Montgomery Co. council member seeks changes on dangerous stretch of Georgia Ave.

Less than two weeks after a woman was struck and killed by a car on Georgia Avenue in Silver Spring, Maryland, just a few blocks from where her husband was also hit and killed a few years ago, a member of the Montgomery County Council is seeking action.

Calling the tragic coincidence “particularly distressing,” Council Member Nancy Navarro wrote to Maryland Transportation Secretary Greg Slater to ask that the State Highway Administration “take immediate action” to make that stretch of Georgia Avenue safer for pedestrians.

Claire E. Weissmeyer Grossmann, of the Aspen Hill neighborhood of Silver Spring, was killed crossing Georgia Avenue near Rippling Brook Drive on April 28. She was 63. Her husband, Robert Grossman, 64, was crossing Georgia Avenue when he was hit and killed by a car near Regina Drive, about 1,000 feet away from Rippling Brook Drive, in October 2016, a neighbor said last month.

Navarro noted that the state had lowered the speed limit and made changes to traffic and pedestrian signals, but added, “this incident is a stark reminder of the continued vigilance that will be necessary to provide safety for all roadway users and to ensure that our shared goal of Vision Zero [a local initiative to eliminate pedestrian deaths] is achieved.”

Navarro recommended the installation of HAWK signals, similar to one already in place on Aspen Hill Road, and better lighting at busy pedestrian intersections.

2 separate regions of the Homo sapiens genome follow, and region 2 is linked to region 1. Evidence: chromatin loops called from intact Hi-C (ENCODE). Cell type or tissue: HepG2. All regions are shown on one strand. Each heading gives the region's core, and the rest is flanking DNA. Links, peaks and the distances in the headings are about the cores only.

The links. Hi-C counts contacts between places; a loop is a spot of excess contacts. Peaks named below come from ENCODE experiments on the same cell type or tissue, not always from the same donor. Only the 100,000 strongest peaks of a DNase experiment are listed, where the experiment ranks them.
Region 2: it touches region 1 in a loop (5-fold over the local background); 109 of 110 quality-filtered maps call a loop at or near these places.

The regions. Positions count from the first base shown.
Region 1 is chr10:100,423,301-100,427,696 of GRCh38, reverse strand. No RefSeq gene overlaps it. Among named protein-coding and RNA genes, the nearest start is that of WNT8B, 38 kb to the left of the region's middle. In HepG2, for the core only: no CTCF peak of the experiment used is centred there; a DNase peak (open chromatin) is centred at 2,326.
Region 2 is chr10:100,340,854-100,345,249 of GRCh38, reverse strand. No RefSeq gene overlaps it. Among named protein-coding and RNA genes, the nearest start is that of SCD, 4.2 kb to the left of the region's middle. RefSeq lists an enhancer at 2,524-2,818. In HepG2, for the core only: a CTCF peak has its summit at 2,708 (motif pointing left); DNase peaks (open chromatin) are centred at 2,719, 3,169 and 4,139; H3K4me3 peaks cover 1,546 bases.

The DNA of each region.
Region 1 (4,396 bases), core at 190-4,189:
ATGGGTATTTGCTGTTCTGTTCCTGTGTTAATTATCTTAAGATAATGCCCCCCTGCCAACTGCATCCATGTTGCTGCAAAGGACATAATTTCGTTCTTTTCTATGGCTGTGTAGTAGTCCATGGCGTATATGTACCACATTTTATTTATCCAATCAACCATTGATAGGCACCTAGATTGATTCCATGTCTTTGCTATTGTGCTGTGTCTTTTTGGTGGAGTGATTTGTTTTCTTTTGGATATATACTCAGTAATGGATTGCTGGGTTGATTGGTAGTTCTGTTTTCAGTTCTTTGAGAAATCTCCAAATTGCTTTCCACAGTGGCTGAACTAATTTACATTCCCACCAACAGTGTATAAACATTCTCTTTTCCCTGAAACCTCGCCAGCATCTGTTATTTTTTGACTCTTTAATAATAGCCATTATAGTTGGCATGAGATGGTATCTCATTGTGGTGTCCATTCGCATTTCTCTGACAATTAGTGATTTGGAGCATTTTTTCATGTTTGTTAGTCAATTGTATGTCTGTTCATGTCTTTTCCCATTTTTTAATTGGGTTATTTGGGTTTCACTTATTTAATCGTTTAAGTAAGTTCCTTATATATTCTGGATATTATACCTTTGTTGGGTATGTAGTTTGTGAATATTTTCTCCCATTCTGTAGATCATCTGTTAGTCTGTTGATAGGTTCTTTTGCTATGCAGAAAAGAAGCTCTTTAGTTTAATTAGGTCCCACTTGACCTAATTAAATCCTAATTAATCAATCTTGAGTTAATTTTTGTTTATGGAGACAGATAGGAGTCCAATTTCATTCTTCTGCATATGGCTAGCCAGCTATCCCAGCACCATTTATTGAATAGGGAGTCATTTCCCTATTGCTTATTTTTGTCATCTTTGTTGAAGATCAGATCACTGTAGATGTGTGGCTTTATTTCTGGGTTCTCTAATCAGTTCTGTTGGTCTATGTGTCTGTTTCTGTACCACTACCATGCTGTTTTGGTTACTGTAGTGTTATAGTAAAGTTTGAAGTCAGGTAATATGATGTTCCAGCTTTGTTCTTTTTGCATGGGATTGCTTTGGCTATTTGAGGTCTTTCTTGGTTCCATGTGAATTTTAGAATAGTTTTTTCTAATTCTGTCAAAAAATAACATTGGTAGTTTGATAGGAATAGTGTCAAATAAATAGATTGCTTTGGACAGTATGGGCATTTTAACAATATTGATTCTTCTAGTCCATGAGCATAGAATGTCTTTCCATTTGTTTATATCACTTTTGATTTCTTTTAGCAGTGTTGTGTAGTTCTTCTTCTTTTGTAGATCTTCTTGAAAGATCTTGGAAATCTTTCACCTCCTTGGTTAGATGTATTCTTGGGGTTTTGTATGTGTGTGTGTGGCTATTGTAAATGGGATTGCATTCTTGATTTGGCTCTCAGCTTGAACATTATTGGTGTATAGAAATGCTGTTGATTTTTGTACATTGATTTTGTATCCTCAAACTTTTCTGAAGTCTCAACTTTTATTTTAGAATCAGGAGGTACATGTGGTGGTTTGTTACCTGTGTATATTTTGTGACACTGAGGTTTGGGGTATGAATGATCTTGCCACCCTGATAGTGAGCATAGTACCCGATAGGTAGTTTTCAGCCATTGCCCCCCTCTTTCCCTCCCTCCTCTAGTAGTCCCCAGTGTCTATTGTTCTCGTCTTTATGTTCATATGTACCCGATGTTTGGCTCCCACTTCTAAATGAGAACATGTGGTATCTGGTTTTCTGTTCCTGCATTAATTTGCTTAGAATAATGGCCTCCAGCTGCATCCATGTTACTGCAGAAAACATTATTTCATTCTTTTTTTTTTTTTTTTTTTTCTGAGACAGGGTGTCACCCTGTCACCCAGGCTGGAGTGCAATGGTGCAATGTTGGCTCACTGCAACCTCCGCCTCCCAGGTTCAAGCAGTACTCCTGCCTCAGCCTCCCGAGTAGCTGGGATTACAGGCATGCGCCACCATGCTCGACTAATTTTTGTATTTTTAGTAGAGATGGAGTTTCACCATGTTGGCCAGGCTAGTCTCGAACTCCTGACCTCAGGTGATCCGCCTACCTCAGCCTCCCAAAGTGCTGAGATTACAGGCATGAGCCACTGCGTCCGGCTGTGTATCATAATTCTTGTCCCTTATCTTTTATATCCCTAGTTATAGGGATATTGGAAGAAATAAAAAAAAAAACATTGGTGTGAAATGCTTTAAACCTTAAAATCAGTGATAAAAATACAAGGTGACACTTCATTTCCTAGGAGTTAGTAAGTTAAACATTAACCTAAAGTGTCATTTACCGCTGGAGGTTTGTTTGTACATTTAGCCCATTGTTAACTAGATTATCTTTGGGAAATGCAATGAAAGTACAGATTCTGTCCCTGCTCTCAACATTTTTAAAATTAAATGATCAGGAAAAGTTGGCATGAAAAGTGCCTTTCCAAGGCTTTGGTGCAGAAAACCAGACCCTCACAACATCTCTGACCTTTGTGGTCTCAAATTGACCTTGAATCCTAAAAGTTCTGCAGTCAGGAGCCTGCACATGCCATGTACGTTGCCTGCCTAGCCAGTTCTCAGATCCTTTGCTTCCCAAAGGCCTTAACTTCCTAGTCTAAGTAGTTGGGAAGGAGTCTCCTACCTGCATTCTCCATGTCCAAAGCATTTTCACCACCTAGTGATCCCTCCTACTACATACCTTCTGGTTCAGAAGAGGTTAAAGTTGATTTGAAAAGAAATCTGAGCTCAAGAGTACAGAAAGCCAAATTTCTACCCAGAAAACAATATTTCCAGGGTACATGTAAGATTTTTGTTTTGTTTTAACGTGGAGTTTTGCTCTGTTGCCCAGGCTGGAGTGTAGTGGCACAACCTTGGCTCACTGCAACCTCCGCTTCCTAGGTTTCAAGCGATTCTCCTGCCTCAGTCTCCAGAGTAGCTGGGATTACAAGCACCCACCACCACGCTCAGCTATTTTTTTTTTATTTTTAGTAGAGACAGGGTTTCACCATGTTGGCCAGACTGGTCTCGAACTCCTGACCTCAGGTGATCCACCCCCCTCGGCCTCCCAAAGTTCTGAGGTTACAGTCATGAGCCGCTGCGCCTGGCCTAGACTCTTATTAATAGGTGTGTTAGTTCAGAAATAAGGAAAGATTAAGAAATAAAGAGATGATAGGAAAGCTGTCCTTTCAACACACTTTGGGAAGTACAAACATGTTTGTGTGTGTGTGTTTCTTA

“Pandemic recovery efforts at the state and county level are bearing fruit, and as we look towards reopening, there will be increased activity on our roadways, so I believe now is the time for the State Highway Administration to be proactive to make sure we have a smooth transition into reopening for all roadway users,” Navarro wrote.

In a statement to WTOP Friday evening, Slater said he was “saddened by the fatal crash” and shared Navarro’s concerns about the roadway. Incidents like Grossmann’s are happening “far too often,” Slater said as he also asked residents to slow down and pay attention to the roads, especially as it gets warmer and more people head outside.

“Our team at MDOT SHA is working with Montgomery County and our law enforcement partners to analyze the circumstances around this incident and we remain committed to improving safety on our roadways for all users,” said Slater. “As Councilmember Navarro notes, we are all dedicated to achieving the goal of zero deaths on Maryland roadways.”

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Rick Massimo

Rick Massimo came to WTOP, and to Washington, in 2013 after having lived in Providence, R.I., since he was a child. He's the author of "A Walking Tour of the Georgetown Set" and "I Got a Song: A History of the Newport Folk Festival."

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